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Mass arrests of opposition lawmakers in Hong Kong; Sudan and US sign historic 'Abraham Accords'; All eyes on Georgia Senate runoffs

Early morning arrests in Hong Kong were the most sweeping crackdown on Hong Kong’s democracy movement since the controversial national security law was imposed by Beijing last June.

Pro-democratic party members shout slogans in response to the mass arrests during a press conference in Hong Kong, Jan. 6, 2021.
 

Credit:

Vincent Yu/AP

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In an early Wednesday morning raid, Hong Kong police arrested at least 53 opposition figures and democracy advocates for allegedly violating the controversial new national security law by participating in last year’s primaries and “subverting state power.” Among them is American human rights lawyer John Clancey, chairman of the Asian Human Rights Commission. 

The mass arrests were the most sweeping crackdown on Hong Kong’s democracy movement since the law was imposed by Beijing last June. Hong Kong-based lawyer Antony Dapiran called the move “the largest single attack upon democracy” in Hong Kong yet. Amid international outcry, Beijing defended the round-ups as necessary to defend China’s stability and security

What the world is following

Sudan and Washington strengthened ties Wednesday in a historic signing of the “Abraham Accords,” paving the way for the nation to normalize ties with Israel. During a visit by US Treasury Secretary Steven Mnuchin in the capital Khartoum, the two countries also agreed to settle Sudan’s debt to the World Bank, widely seen as a critical step toward Sudan’s economic recovery after years of crippling sanctions under former dictator Omar al-Bashir.

Once designated a pariah state, its recent removal from the US’ terrorism list positions Sudan for better diplomatic relations with the West, and was a key incentive for agreeing to normalize relations with Israel. Prime Minister Abdalla Hamdok tweeted that the visit came “at a time when our bilateral relations are taking historical leaps towards a better future."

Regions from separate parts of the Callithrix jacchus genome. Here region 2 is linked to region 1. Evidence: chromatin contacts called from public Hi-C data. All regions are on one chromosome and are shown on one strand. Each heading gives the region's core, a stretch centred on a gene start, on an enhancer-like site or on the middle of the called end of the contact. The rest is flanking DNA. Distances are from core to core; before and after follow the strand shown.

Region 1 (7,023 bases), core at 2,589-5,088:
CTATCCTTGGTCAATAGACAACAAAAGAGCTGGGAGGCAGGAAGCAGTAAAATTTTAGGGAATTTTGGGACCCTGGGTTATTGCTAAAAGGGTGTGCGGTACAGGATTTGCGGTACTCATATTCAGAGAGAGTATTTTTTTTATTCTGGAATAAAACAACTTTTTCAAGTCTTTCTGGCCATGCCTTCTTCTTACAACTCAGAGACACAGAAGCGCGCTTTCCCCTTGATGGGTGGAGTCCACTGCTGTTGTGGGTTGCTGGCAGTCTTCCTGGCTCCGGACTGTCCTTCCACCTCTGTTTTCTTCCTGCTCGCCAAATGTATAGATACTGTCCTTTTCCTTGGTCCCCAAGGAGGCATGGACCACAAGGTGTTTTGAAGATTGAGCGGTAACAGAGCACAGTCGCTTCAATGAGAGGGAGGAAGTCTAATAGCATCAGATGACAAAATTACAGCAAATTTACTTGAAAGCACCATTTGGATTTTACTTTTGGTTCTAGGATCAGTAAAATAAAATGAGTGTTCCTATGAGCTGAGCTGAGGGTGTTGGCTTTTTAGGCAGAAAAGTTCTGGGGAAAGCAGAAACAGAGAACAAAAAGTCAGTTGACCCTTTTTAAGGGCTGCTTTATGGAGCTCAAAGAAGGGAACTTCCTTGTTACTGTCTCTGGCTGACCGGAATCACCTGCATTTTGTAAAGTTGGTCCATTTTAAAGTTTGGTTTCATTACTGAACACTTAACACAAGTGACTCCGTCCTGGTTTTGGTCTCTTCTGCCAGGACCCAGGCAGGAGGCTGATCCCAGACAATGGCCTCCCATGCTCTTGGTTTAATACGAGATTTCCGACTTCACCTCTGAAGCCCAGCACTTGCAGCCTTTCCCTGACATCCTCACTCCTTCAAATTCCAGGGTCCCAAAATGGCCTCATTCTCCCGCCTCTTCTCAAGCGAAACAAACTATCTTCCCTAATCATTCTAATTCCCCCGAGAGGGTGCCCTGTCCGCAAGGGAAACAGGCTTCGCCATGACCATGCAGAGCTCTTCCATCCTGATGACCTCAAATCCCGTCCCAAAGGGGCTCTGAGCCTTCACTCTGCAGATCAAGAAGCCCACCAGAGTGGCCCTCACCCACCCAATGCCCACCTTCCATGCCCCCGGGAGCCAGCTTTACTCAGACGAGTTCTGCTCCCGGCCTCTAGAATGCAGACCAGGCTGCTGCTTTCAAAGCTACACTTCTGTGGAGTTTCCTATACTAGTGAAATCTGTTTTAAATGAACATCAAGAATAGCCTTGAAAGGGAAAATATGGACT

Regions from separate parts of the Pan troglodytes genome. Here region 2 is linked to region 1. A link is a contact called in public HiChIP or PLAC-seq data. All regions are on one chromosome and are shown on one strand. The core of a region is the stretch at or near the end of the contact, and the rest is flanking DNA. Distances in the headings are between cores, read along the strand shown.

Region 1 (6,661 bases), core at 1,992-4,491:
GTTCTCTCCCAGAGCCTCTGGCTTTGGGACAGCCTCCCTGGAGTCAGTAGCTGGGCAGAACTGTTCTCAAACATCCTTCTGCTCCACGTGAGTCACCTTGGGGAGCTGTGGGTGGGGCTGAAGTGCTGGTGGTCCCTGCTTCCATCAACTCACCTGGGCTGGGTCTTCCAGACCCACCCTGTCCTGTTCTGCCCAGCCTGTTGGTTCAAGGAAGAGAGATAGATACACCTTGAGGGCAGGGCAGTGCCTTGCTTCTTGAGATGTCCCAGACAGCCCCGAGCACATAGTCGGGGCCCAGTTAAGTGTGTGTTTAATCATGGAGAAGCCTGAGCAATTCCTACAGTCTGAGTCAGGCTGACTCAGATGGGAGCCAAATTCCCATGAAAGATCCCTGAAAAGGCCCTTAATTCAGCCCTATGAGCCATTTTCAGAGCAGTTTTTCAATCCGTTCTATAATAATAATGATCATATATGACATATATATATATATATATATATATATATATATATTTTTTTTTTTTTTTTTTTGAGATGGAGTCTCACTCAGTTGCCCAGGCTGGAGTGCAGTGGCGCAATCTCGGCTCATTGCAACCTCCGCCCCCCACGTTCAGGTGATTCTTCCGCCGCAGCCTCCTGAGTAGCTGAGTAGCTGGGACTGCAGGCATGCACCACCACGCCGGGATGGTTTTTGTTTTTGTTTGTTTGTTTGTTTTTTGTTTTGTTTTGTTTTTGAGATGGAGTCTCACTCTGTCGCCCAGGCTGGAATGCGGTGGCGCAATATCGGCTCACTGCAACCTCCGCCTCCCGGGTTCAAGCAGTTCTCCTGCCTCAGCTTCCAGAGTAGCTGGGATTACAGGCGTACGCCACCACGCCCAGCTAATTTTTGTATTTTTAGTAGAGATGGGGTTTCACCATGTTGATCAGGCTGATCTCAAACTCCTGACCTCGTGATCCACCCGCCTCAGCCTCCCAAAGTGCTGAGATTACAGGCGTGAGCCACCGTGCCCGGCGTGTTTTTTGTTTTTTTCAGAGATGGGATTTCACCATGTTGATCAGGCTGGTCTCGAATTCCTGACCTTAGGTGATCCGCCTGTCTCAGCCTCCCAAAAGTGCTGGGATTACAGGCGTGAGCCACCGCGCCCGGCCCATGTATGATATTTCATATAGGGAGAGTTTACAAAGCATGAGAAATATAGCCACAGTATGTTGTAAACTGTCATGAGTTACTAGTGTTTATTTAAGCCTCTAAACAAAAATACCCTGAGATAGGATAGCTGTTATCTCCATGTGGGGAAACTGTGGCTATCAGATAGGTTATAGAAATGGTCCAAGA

And, all eyes are indeed on the state of Georgia, Wednesday, as results roll in from two hotly contested runoff races that could flip the control of the US Senate from majority Republican to Democrat. Democratic candidate Pastor Raphael Warnock made history, winning against Republican Senator Kelly Loeffler, becoming the first Black senator in his state. And, as we hit send on this newsletter on Wednesday, US Senate candidate Jon Ossoff is claiming victory against Republican David Perdue, thanking Georgians for electing him, though the race is still too close to call.

From The World

Brazilians flock to the coast during the height of tourist season while coronavirus cases surge

Brazil is well into its second wave of the coronavirus, with rising numbers of cases and deaths. Last week, there were more than 1,000 deaths three days in a row in Brazil. Nevertheless, tourists flocked to the coast at the end of the year for one of the country’s biggest tourist seasons.

Menace or delicacy? It's hairy crab season in China.

The hairy crab is considered an illegal, invasive species in some parts of the world like the UK and the US. But in China, at this time of year, the craving for hairy crabs is strong. The start of hairy crab season in the fall is as eagerly awaited as pumpkin spice lattes at Starbucks.

Bright spot

Officials in Italy announced plans to reconstruct the Colosseum's historic floor. The government is seeking bids to build a new retractable floor in the iconic building complete with trap doors and hidden lifts.

In case you missed it 

Listen: India begins ambitious COVID-19 vaccination campaign

A man is shown sitting with his head back and a medical professional taking a nasal swab from his nose.

A health worker takes a nasal swab sample of a man to test for COVID-19 in Ahmedabad, India, Jan. 4, 2021. India on Sunday authorized two COVID-19 vaccines, paving the way for a huge inoculation program.

Credit:

Ajit Solanki/AP

Health professionals in India are gearing up to begin the world’s most ambitious vaccination campaign after officials there approved the emergency use of two COVID-19 vaccines. And, one of the main issues the US President-elect Joe Biden’s administration will be dealing with when it enters the White House is the war in Afghanistan. Also, Saudi Arabia, UAE, and Bahrain have ended their 3-year-old land, air and sea blockade on Qatar.

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